Over the course of three to five days, the visiting scholar will be engaged in many formal and informal activities to connect with the Arctic research community located in Washington, DC. Depending upon the Scholar's specific expertise and interests, a customized agenda, as well as timing of the visit, will be scheduled. For example, the following types of activities may be included:

  • Seminar (with live-streamed and recorded webinar) at the ARCUS D.C. office.
  • Meetings with:
    • Senior Arctic research officials at agencies like the U.S. Arctic Research
      Commission and the Interagency Arctic Research Policy Committee;
    • Non-governmental organizations like the National Academy of Sciences Polar
      Research Board, American Association for the Advancement of Science, and the Arctic 21 coalition;
    • Federal agencies relevant to the Scholars' work, such as in the Department of
      the Interior (e.g., USFWS, USGS, USDA, BLM), Department of Commerce, National Science Foundation, Department of Energy, or Environmental Protection Agency;
    • Representatives of other nation states or inter-governmental organizations.
    • Leading DC-area Arctic researchers; or
    • If appropriate, meetings with local science educators and their students.

Apply or Nominate a Scholar

ARPA Arctic Boundary MapCandidates should be Arctic Indigenous persons with U.S. citizenship. For this opportunity, we are using the Arctic geographic boundaries as described by the Arctic Research and Policy Act (see figure). To nominate an Indigenous scholar, simply send us a letter of nomination outlining why and how you believe the scholar and their community would benefit from this opportunity. Please provide full contact information for your nominee and we will follow up with them to complete the application process. Nomination letters can be emailed to lisa [at] arcus.org or mailed to ARCUS, 3535 College Road - Suite 101, Fairbanks, AK 99709-3710. Letters should be emailed or post-marked by 15 February 2018.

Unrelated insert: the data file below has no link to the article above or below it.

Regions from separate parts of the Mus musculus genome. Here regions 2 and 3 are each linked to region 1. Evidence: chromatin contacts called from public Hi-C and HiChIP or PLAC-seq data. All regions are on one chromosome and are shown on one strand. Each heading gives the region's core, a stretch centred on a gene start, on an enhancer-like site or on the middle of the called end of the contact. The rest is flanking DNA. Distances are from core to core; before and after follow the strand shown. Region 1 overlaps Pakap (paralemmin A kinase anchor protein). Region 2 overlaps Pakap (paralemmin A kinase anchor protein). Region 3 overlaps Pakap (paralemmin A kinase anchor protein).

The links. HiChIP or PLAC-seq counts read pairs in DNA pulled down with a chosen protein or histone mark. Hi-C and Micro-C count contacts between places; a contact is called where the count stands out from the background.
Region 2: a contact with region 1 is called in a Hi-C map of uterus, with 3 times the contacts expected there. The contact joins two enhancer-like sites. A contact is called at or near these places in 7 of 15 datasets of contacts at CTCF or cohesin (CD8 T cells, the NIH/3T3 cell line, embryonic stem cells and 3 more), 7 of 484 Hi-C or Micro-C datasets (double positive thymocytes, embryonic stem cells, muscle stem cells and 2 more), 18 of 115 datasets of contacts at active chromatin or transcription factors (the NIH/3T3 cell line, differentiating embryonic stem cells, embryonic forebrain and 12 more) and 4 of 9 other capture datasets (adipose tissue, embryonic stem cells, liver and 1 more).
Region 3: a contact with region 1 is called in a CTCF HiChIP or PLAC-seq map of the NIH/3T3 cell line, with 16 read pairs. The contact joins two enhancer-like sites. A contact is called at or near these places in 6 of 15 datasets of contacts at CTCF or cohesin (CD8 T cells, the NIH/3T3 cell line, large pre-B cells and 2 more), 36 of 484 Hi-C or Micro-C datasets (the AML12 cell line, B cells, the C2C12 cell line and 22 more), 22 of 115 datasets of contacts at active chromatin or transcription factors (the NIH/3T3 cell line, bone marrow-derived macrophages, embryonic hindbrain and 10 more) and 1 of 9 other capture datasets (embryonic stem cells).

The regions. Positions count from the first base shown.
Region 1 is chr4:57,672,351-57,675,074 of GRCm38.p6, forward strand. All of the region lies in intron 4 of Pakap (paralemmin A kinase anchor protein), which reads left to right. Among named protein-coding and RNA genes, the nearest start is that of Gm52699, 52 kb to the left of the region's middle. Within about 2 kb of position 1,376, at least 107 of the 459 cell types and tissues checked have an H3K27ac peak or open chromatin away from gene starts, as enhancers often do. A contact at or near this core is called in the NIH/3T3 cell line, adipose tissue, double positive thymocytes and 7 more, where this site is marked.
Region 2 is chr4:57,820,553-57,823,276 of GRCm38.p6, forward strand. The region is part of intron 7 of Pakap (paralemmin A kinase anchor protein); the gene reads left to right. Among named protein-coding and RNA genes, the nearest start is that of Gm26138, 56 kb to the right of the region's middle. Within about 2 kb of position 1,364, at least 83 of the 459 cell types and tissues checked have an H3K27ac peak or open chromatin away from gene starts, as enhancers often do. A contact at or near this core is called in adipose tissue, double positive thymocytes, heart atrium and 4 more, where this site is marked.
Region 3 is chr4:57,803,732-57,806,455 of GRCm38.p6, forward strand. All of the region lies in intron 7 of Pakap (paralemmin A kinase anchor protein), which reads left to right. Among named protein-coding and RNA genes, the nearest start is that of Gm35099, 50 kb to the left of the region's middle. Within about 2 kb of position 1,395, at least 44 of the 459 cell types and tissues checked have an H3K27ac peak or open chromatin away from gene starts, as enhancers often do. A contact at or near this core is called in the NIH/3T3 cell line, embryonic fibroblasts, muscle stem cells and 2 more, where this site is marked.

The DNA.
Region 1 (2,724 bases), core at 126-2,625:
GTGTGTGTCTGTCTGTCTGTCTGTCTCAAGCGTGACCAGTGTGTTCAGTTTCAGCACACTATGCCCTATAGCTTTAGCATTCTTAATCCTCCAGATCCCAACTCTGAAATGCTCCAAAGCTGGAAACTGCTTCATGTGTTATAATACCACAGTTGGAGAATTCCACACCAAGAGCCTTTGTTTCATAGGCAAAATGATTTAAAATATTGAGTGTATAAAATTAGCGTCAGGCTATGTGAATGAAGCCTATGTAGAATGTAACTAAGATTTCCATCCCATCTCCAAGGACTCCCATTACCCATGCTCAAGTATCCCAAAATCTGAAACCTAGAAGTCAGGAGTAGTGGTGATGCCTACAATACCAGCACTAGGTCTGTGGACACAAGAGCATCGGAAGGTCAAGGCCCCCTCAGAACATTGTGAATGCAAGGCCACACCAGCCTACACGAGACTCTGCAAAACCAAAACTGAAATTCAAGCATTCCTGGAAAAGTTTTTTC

To apply for the opportunity yourself, please choose one of the following formats to submit your application:

  1. Online application form: https://www.arcus.org/indigenous-scholars/apply
  2. Download a printable application form and mail to Lisa Sheffield Guy, Arctic Research Consortium of the U.S. 3535 College Road – Suite 101, Fairbanks, AK 99709-3710:
    Call for Indigenous Scholars - Application (PDF 120 KB)
    Call for Indigenous Scholars - Application (MS Word Document - 70 KB)
  3. Arrange a telephone interview to apply (applications via phone will be recorded for committee review). To schedule a time, please call the ARCUS office at 907-474-1600.

For any questions regarding the project or application process, please contact Lisa Sheffield Guy at lisa [at] arcus.org or 907-474-1600.

Project Personnel

Project Co-leads:
Carolina Behe, Indigenous Knowledge/Science Advisor, Inuit Circumpolar Council Alaska
Robert Rich, Executive Director, Arctic Research Consortium of the U.S.

Project Manager:
Lisa Sheffield Guy, Project Manager, Arctic Research Consortium of the U.S.